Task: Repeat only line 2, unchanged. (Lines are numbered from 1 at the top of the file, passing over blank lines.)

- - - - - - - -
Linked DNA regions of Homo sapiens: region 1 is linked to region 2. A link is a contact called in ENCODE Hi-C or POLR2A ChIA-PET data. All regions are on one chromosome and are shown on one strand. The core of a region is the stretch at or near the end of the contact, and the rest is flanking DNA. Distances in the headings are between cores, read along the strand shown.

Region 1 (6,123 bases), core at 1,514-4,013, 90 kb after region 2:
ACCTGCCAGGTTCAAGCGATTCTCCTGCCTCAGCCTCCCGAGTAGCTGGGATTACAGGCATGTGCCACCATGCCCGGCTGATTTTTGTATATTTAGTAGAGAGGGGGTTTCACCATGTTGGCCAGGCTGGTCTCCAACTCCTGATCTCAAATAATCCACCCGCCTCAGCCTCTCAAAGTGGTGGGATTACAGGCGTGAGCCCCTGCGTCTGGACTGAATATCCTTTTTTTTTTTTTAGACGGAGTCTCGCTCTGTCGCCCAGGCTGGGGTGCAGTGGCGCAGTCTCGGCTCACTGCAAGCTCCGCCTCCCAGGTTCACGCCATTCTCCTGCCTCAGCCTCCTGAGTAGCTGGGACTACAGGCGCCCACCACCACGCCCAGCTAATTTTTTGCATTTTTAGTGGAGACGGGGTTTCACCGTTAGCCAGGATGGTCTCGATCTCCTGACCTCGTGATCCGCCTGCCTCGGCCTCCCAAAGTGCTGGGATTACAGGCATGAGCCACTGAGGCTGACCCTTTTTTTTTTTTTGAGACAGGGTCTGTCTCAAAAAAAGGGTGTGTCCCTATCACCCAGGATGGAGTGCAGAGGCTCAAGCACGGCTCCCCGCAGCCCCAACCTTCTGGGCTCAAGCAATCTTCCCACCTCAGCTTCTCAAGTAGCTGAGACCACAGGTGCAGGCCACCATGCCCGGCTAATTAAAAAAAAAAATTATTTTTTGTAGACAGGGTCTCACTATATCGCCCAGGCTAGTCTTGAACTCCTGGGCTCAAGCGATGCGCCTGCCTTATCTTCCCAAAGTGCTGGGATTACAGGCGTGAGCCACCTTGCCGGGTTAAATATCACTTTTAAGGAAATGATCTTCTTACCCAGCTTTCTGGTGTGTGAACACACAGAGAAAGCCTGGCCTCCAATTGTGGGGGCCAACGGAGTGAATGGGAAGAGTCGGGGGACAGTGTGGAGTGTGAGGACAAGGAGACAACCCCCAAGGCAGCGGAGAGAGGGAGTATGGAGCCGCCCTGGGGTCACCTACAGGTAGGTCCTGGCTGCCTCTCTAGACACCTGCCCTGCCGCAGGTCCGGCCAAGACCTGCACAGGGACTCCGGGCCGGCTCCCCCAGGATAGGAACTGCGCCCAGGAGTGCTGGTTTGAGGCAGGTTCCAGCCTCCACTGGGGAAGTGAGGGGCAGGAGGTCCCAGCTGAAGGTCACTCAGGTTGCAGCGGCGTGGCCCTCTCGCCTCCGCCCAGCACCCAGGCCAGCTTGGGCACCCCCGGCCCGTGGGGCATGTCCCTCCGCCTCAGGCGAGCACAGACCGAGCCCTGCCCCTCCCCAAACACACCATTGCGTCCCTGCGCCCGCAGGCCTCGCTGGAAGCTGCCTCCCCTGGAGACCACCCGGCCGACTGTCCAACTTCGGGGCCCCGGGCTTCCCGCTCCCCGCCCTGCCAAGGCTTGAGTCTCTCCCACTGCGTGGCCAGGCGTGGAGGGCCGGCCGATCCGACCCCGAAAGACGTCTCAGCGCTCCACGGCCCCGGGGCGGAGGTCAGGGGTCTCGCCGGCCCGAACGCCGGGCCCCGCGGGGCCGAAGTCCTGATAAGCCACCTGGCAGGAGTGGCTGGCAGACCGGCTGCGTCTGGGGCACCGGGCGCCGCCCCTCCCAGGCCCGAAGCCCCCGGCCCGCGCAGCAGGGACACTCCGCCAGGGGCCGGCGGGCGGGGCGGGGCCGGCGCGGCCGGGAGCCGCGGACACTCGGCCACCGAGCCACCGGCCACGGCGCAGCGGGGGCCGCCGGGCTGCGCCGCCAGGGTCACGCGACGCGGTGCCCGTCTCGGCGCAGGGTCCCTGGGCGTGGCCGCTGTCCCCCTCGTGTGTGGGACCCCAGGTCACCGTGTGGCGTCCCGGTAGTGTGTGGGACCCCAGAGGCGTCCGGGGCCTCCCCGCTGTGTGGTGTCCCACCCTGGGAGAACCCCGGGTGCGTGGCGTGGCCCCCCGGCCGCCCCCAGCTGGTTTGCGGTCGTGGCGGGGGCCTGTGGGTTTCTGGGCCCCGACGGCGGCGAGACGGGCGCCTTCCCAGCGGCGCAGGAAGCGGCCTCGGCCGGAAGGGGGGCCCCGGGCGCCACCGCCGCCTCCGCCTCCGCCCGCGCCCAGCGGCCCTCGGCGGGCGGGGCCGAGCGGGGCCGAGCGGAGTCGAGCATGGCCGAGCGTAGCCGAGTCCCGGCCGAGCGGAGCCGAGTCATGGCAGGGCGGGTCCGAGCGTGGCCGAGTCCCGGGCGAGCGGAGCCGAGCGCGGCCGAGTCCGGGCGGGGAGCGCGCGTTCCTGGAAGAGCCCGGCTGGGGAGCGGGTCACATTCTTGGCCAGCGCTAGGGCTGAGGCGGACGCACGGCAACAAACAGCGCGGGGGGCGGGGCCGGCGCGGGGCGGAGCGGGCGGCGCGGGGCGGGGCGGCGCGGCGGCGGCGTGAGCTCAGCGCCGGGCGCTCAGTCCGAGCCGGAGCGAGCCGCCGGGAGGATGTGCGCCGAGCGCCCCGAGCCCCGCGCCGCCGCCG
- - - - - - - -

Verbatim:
Region 1 (6,123 bases), core at 1,514-4,013, 90 kb after region 2: